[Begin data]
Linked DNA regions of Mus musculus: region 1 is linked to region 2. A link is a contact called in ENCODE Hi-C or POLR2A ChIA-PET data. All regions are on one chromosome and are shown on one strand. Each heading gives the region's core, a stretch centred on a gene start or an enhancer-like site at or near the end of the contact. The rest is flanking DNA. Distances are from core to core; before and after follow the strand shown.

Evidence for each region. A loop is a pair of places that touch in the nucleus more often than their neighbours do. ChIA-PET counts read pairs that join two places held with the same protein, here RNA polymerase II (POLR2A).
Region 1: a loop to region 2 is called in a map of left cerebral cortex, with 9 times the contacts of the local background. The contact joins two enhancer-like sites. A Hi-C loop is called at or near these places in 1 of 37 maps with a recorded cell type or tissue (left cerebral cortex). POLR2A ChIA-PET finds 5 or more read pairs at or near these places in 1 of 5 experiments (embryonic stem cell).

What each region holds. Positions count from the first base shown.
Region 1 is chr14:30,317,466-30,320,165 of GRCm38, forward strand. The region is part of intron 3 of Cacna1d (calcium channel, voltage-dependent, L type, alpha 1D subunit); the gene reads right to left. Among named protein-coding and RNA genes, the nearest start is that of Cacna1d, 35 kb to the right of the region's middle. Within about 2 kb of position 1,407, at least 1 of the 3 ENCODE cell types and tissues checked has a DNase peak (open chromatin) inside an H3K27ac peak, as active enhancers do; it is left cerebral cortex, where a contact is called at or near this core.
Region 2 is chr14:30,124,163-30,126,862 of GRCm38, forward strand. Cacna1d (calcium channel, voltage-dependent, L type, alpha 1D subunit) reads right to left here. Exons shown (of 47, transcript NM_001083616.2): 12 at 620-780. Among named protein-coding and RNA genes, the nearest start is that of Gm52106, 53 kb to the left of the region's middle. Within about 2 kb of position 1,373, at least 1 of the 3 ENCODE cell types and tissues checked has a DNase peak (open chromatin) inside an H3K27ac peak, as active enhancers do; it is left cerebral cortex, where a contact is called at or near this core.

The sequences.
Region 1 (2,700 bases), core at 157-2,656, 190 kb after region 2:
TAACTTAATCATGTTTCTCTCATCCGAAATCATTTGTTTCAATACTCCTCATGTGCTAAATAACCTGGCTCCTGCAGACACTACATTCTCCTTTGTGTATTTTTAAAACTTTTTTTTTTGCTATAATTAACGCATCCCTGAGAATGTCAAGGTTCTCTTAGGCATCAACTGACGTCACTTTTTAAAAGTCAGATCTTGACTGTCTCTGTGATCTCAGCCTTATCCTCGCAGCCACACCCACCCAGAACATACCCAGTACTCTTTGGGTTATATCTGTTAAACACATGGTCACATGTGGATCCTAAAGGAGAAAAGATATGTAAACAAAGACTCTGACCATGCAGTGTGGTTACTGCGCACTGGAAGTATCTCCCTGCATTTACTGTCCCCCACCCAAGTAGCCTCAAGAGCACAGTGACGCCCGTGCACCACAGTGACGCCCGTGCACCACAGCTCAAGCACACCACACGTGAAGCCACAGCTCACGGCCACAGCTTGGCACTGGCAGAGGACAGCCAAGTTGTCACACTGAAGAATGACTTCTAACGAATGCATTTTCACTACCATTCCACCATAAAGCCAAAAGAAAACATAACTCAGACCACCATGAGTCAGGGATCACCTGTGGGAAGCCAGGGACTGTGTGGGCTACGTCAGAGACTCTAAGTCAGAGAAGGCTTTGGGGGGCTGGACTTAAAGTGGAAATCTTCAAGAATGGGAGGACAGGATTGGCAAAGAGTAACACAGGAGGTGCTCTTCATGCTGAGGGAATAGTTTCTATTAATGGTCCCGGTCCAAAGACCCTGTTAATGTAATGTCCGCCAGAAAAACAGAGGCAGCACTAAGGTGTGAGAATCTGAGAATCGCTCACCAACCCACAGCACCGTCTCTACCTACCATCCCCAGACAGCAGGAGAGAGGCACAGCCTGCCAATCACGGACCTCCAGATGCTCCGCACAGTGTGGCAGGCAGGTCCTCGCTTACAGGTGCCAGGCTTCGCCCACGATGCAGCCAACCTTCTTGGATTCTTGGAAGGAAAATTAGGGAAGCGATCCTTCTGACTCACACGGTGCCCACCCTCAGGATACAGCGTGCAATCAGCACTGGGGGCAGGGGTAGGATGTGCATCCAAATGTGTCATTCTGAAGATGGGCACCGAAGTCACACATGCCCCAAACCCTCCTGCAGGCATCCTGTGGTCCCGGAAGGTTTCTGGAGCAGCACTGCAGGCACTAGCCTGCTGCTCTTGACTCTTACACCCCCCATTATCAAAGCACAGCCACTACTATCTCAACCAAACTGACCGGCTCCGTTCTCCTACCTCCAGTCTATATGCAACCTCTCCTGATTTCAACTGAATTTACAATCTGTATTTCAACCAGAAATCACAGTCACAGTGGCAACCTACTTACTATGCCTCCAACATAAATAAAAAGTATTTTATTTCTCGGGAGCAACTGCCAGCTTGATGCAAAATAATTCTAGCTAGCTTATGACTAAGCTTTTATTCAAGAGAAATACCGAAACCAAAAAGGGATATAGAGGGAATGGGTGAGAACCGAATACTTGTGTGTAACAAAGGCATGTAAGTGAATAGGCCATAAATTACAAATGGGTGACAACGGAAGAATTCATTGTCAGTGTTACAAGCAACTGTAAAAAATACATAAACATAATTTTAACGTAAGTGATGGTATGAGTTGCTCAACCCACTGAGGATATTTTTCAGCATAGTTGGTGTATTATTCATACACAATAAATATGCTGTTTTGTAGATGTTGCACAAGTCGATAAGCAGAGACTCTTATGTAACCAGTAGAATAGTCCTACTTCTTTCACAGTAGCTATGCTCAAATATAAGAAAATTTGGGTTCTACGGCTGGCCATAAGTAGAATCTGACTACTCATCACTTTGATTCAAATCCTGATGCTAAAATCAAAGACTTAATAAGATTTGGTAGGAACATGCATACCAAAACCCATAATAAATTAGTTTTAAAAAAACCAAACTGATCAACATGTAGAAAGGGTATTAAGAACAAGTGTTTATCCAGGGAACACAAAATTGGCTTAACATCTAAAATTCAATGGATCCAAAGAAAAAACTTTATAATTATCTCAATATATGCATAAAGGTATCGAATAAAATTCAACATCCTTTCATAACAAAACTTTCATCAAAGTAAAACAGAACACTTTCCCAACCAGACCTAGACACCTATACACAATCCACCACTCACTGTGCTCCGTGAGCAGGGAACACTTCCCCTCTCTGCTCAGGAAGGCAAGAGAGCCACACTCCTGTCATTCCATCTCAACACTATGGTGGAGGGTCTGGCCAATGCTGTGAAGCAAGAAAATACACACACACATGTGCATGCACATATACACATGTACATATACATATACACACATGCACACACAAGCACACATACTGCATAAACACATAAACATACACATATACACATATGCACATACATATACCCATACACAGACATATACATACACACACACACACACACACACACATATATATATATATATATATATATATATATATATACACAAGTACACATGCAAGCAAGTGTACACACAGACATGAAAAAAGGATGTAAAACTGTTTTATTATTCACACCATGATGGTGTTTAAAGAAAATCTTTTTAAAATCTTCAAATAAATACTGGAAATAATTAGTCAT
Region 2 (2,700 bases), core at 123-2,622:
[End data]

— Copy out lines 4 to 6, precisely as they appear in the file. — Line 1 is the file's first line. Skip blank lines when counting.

What each region holds. Positions count from the first base shown.
Region 1 is chr14:30,317,466-30,320,165 of GRCm38, forward strand. The region is part of intron 3 of Cacna1d (calcium channel, voltage-dependent, L type, alpha 1D subunit); the gene reads right to left. Among named protein-coding and RNA genes, the nearest start is that of Cacna1d, 35 kb to the right of the region's middle. Within about 2 kb of position 1,407, at least 1 of the 3 ENCODE cell types and tissues checked has a DNase peak (open chromatin) inside an H3K27ac peak, as active enhancers do; it is left cerebral cortex, where a contact is called at or near this core.
Region 2 is chr14:30,124,163-30,126,862 of GRCm38, forward strand. Cacna1d (calcium channel, voltage-dependent, L type, alpha 1D subunit) reads right to left here. Exons shown (of 47, transcript NM_001083616.2): 12 at 620-780. Among named protein-coding and RNA genes, the nearest start is that of Gm52106, 53 kb to the left of the region's middle. Within about 2 kb of position 1,373, at least 1 of the 3 ENCODE cell types and tissues checked has a DNase peak (open chromatin) inside an H3K27ac peak, as active enhancers do; it is left cerebral cortex, where a contact is called at or near this core.